Compare any two graphics cards:
GeForce GTX 480 vs Radeon RX 470
IntroThe GeForce GTX 480 has a GPU core speed of 700 MHz, and the 1536 MB of GDDR5 memory runs at 924 MHz through a 384-bit bus. It also is comprised of 480 Stream Processors, 60 TAUs, and 48 ROPs.
Compare all that to the Radeon RX 470, which has a clock speed of 926 MHz and a GDDR5 memory speed of 1650 MHz. It also uses a 256-bit bus, and makes use of a 14 nm design. It features 2048 SPUs, 128 TAUs, and 32 Raster Operation Units.
Power Usage and Theoretical Benchmarks
Power Consumption (Max TDP)
As far as performance goes, the Radeon RX 470 should in theory be just a bit better than the GeForce GTX 480 overall. (explain)
Texel RateThe Radeon RX 470 is much (about 182%) more effective at AF than the GeForce GTX 480. (explain)
Pixel RateThe GeForce GTX 480 should be a small bit (about 13%) more effective at AA than the Radeon RX 470, and also should be able to handle higher screen resolutions without slowing down too much. (explain)
Please note that the above 'benchmarks' are all just theoretical - the results were calculated based on the card's specifications, and real-world performance may (and probably will) vary at least a bit.
Please note that the price comparisons are based on search keywords - sometimes it might show cards with very similar names that are not exactly the same as the one chosen in the comparison. We do try to filter out the wrong results as best we can, though.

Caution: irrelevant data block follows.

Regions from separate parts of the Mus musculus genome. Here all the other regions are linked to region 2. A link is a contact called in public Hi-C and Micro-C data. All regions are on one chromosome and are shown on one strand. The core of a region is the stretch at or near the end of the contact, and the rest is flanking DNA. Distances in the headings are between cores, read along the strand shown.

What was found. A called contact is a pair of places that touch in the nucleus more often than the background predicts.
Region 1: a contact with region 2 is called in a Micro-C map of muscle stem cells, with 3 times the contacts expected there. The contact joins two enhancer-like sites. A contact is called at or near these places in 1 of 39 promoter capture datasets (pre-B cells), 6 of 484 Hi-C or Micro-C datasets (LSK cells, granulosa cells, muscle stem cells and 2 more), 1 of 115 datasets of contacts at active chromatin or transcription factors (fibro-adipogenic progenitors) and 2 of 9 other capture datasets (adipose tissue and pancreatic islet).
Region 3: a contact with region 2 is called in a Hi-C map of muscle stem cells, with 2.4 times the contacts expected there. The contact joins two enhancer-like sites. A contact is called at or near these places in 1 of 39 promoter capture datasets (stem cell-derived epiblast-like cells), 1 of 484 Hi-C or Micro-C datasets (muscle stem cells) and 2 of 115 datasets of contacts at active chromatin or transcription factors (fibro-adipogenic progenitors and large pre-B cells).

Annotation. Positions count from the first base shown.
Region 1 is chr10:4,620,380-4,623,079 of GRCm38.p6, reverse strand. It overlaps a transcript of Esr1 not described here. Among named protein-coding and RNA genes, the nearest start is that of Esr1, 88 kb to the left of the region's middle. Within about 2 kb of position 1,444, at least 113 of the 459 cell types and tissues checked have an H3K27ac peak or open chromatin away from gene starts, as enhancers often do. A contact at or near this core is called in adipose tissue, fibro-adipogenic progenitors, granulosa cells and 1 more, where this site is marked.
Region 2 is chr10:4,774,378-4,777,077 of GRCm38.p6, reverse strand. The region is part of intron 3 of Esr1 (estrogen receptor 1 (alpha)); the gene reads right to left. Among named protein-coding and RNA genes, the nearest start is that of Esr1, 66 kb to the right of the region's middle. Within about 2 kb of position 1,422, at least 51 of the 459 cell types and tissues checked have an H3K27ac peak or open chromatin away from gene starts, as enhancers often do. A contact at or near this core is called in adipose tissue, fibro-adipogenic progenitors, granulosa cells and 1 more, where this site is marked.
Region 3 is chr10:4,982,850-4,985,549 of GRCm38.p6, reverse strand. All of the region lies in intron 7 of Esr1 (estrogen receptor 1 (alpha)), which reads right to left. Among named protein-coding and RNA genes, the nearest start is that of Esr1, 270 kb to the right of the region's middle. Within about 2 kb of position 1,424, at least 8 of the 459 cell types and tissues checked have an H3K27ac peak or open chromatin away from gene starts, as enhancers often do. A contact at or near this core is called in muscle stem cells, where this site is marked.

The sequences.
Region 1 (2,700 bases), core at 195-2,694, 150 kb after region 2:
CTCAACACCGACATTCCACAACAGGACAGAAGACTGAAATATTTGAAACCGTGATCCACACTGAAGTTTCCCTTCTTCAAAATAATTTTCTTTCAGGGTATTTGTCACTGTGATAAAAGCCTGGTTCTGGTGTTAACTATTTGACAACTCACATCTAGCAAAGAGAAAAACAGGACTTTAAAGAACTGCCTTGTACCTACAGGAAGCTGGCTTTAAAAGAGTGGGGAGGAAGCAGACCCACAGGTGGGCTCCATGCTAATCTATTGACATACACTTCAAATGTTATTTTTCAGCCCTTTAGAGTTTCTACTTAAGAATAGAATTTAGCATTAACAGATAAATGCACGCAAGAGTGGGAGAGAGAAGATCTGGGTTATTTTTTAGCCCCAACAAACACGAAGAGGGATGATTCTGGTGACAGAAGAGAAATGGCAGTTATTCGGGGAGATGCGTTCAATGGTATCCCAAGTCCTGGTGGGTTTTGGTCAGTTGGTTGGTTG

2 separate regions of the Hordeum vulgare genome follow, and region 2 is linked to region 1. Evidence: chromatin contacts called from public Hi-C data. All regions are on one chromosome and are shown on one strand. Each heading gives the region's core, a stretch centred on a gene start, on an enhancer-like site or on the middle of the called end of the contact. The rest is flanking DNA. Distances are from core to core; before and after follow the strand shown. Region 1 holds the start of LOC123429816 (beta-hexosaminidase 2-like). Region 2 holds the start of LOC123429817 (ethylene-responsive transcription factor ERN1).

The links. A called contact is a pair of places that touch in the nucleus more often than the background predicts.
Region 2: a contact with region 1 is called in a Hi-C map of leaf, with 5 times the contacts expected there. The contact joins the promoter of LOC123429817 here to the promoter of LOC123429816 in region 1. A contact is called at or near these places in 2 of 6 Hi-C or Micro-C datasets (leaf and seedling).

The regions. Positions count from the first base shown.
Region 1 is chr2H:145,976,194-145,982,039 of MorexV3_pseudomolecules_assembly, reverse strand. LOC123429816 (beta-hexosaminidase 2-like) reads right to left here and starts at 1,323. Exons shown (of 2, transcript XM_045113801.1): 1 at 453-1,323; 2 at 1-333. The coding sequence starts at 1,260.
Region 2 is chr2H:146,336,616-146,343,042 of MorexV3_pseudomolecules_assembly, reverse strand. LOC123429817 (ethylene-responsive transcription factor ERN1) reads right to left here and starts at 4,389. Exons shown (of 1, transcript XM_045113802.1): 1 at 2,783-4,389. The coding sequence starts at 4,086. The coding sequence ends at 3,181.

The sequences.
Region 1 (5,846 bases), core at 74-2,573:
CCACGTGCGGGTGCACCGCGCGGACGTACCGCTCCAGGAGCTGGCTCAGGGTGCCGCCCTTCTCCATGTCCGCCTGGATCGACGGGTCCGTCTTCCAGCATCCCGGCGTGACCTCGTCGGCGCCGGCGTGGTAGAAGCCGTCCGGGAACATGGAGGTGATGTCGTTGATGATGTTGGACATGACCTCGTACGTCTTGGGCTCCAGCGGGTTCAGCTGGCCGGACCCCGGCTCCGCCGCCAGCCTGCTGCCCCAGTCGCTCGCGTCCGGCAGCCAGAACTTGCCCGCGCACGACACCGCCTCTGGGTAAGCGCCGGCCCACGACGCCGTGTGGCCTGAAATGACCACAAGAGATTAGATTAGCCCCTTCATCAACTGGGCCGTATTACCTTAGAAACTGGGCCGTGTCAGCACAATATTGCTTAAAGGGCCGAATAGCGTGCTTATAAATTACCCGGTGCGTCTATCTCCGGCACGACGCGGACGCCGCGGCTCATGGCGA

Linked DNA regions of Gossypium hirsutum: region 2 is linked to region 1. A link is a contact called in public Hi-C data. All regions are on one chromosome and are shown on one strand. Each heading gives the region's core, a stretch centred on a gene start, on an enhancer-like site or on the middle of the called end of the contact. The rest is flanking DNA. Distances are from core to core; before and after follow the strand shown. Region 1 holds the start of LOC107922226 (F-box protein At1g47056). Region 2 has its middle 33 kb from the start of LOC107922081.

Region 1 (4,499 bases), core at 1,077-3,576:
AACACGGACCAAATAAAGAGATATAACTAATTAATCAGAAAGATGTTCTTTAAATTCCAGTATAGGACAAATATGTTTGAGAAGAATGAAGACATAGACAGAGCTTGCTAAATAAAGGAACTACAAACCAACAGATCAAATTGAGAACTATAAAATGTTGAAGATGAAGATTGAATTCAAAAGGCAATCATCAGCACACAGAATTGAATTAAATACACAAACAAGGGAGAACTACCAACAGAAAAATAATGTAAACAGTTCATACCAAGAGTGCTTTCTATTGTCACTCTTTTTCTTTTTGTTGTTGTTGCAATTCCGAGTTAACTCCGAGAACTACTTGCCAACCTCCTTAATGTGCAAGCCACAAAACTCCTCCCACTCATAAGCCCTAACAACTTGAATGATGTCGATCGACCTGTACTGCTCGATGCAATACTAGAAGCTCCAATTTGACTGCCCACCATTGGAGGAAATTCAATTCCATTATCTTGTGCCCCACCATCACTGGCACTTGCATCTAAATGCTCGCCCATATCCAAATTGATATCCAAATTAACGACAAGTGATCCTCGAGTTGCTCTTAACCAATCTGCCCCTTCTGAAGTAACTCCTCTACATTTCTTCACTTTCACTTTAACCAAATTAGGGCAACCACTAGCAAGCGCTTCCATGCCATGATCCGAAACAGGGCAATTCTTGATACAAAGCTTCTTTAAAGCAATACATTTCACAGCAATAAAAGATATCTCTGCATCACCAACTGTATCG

Memory Bandwidth: Memory bandwidth is the max amount of information (measured in megabytes per second) that can be transferred past the external memory interface in a second. It is worked out by multiplying the interface width by its memory clock speed. If it uses DDR RAM, the result should be multiplied by 2 once again. If DDR5, multiply by 4 instead. The higher the card's memory bandwidth, the faster the card will be in general. It especially helps with anti-aliasing, HDR and high resolutions.
Texel Rate: Texel rate is the maximum number of texture map elements (texels) that are processed in one second. This is calculated by multiplying the total number of texture units by the core speed of the chip. The better the texel rate, the better the video card will be at texture filtering (anisotropic filtering - AF). It is measured in millions of texels applied in one second.
Pixel Rate: Pixel rate is the maximum amount of pixels the video card can possibly write to the local memory per second - measured in millions of pixels per second. The figure is calculated by multiplying the number of colour ROPs by the clock speed of the card. ROPs (Raster Operations Pipelines - sometimes also referred to as Render Output Units) are responsible for filling the screen with pixels (the image). The actual pixel output rate also depends on lots of other factors, especially the memory bandwidth of the card - the lower the memory bandwidth is, the lower the potential to reach the maximum fill rate.